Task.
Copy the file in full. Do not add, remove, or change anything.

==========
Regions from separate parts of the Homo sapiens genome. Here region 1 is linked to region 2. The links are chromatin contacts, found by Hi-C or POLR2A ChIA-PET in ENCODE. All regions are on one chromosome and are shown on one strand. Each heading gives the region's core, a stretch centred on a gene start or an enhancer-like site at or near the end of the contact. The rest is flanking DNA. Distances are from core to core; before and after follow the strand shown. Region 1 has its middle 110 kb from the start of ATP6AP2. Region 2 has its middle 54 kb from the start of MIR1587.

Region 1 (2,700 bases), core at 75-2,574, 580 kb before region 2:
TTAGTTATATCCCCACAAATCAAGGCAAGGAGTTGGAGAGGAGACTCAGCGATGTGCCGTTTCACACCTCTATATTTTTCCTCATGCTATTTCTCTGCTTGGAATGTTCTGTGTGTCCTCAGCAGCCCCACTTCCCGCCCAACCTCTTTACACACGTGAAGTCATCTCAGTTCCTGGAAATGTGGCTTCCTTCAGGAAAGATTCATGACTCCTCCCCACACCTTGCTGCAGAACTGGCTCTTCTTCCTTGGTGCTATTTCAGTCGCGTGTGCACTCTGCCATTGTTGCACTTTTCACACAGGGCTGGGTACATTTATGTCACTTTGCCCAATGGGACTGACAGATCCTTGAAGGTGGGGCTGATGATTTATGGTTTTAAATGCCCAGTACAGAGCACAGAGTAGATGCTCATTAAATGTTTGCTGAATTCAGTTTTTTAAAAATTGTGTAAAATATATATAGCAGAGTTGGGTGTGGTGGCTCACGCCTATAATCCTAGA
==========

Regions from separate parts of the Homo sapiens genome. Here region 1 is linked to region 2. The links are chromatin contacts, found by Hi-C or POLR2A ChIA-PET in ENCODE. All regions are on one chromosome and are shown on one strand. Each heading gives the region's core, a stretch centred on a gene start or an enhancer-like site at or near the end of the contact. The rest is flanking DNA. Distances are from core to core; before and after follow the strand shown. Region 1 has its middle 110 kb from the start of ATP6AP2. Region 2 has its middle 54 kb from the start of MIR1587.

Region 1 (2,700 bases), core at 75-2,574, 580 kb before region 2:
TTAGTTATATCCCCACAAATCAAGGCAAGGAGTTGGAGAGGAGACTCAGCGATGTGCCGTTTCACACCTCTATATTTTTCCTCATGCTATTTCTCTGCTTGGAATGTTCTGTGTGTCCTCAGCAGCCCCACTTCCCGCCCAACCTCTTTACACACGTGAAGTCATCTCAGTTCCTGGAAATGTGGCTTCCTTCAGGAAAGATTCATGACTCCTCCCCACACCTTGCTGCAGAACTGGCTCTTCTTCCTTGGTGCTATTTCAGTCGCGTGTGCACTCTGCCATTGTTGCACTTTTCACACAGGGCTGGGTACATTTATGTCACTTTGCCCAATGGGACTGACAGATCCTTGAAGGTGGGGCTGATGATTTATGGTTTTAAATGCCCAGTACAGAGCACAGAGTAGATGCTCATTAAATGTTTGCTGAATTCAGTTTTTTAAAAATTGTGTAAAATATATATAGCAGAGTTGGGTGTGGTGGCTCACGCCTATAATCCTAGA